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Thread started 16 Oct 2013 (Wednesday) 01:49
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Nicolas.Goulet
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Mar 13, 2014 05:48 |  #616

More from the New York serie, again with the samyang 14mm

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dtufino
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Mar 13, 2014 07:20 as a reply to  @ Nicolas.Goulet's post |  #617

Good job!

How can anyone prevent that light flares from the lights? just curious?


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lens ­ pirate
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Mar 13, 2014 20:53 |  #618

I just went on a poor mans lens buying bender. I got bought 8 Minolta MD lenses for this camera with adapters. They work great look awesome and the MF experience is just great. Nice set of minty glass that covers 24mm through 135mm. F2.8 or better. Fun fun fun. All for less than ONE good Canon L-Glass lens. This camera is a BLAST.


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Sun flare.... the new selective color. JUST SAY NO

  
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KayakPhotos
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Mar 13, 2014 21:09 |  #619

lens pirate wrote in post #16756972 (external link)
I just went on a poor mans lens buying bender. I got bought 8 Minolta MD lenses for this camera with adapters. They work great look awesome and the MF experience is just great. Nice set of minty glass that covers 24mm through 135mm. F2.8 or better. Fun fun fun. All for less than ONE good Canon L-Glass lens. This camera is a BLAST.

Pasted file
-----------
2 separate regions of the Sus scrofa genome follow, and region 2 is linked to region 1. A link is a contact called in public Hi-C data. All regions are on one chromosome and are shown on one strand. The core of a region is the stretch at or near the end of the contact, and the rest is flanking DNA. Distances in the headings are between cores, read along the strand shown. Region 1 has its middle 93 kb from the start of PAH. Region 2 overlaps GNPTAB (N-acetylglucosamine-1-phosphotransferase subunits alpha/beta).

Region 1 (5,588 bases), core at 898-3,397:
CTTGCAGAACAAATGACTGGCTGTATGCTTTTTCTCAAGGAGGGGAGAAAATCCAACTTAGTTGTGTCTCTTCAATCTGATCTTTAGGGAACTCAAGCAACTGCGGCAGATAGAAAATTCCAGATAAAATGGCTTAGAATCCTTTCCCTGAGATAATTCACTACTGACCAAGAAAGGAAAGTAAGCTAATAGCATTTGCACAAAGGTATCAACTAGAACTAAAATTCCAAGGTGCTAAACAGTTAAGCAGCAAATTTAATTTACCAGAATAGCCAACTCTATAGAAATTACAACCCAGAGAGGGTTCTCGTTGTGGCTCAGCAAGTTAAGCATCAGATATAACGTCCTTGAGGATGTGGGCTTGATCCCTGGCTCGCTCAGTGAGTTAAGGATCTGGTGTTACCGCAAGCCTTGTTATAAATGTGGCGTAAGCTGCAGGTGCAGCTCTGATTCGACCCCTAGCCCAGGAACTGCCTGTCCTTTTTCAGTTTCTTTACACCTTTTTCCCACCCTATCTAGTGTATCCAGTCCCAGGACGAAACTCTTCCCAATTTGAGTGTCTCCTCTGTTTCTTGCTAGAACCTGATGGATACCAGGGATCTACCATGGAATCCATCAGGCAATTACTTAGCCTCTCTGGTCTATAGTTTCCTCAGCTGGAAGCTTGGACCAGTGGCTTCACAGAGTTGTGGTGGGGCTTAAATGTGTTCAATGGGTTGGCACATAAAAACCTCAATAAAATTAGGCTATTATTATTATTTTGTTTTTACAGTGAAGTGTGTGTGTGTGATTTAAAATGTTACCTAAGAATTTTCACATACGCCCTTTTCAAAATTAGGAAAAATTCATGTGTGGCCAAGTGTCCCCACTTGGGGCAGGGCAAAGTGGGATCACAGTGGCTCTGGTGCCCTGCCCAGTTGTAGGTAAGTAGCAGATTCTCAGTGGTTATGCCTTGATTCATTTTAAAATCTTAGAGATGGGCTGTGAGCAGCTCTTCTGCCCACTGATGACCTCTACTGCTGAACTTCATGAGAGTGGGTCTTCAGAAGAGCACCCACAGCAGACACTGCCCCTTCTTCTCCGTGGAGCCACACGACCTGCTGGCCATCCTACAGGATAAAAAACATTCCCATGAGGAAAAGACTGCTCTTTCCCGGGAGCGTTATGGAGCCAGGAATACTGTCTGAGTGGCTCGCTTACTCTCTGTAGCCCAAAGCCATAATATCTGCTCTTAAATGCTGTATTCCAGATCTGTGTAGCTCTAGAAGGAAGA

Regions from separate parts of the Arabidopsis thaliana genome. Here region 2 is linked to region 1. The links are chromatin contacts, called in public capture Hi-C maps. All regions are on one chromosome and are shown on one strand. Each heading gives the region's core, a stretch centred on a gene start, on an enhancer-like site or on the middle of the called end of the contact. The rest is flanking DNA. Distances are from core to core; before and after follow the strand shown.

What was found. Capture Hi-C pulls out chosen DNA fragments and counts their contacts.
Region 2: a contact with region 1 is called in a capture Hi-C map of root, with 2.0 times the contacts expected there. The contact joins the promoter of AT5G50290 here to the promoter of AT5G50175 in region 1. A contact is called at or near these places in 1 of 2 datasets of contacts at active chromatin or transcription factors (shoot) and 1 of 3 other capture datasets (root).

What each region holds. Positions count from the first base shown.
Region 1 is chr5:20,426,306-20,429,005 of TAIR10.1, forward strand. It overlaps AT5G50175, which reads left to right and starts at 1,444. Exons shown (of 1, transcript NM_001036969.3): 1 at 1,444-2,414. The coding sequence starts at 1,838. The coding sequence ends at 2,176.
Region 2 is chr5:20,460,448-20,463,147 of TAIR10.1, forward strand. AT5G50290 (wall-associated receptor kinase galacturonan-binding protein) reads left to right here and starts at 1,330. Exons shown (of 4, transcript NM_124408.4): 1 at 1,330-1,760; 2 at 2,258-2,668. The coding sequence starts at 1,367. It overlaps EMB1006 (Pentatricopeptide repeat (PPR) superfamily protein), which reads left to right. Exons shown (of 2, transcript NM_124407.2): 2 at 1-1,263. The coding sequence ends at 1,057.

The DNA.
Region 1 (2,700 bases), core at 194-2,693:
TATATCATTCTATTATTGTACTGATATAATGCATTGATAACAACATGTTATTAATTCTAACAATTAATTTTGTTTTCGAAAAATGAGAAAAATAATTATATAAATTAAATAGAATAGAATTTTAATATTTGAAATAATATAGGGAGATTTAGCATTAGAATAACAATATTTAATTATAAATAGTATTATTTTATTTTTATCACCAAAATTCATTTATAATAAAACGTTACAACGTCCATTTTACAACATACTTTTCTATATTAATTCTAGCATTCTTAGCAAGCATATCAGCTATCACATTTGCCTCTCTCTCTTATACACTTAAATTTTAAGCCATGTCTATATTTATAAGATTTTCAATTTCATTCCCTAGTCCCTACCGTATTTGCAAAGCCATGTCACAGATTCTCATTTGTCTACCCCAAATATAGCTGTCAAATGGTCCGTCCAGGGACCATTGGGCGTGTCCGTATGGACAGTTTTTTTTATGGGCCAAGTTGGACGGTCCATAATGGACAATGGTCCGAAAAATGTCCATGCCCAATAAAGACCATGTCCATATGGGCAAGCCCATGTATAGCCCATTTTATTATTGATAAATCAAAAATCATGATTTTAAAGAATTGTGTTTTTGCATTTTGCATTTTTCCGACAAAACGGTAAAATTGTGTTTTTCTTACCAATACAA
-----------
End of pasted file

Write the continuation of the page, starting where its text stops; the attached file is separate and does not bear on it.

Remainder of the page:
This is my plan as well. There are a lot of great legacy lenses out there if you're willing to manually focus. Let us know which ones you like.


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smythie
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Mar 14, 2014 05:39 |  #620

nekrosoft13 wrote in post #16750368 (external link)
is it E or FE (full frame E)?

It will cover the full sensor


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sploo
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Mar 14, 2014 06:08 |  #621

dtufino wrote in post #16755103 (external link)
Good job!

How can anyone prevent that light flares from the lights? just curious?

I believe it's a result of light diffracting due to the edges of the aperture blades (the number of points in the "star" is related to the number of aperture blades in the lens).

To reduce the effect you can open up the aperture (i.e. don't stop down); but that may not be appropriate for a landscape shot. Alternatively, a shorter exposure can help (in this instance, also taking a shorter exposure and blending in those light points to get rid of the star effect in the longer exposure. Personally I quite like it though ;)


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lens ­ pirate
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Mar 14, 2014 08:22 |  #622

sploo wrote in post #16757592 (external link)
I believe it's a result of light diffracting due to the edges of the aperture blades (the number of points in the "star" is related to the number of aperture blades in the lens).

To reduce the effect you can open up the aperture (i.e. don't stop down); but that may not be appropriate for a landscape shot. Alternatively, a shorter exposure can help (in this instance, also taking a shorter exposure and blending in those light points to get rid of the star effect in the longer exposure. Personally I quite like it though ;)

Funny I saw that image and thought COOL LIGHT FLARES! To each his own I guess.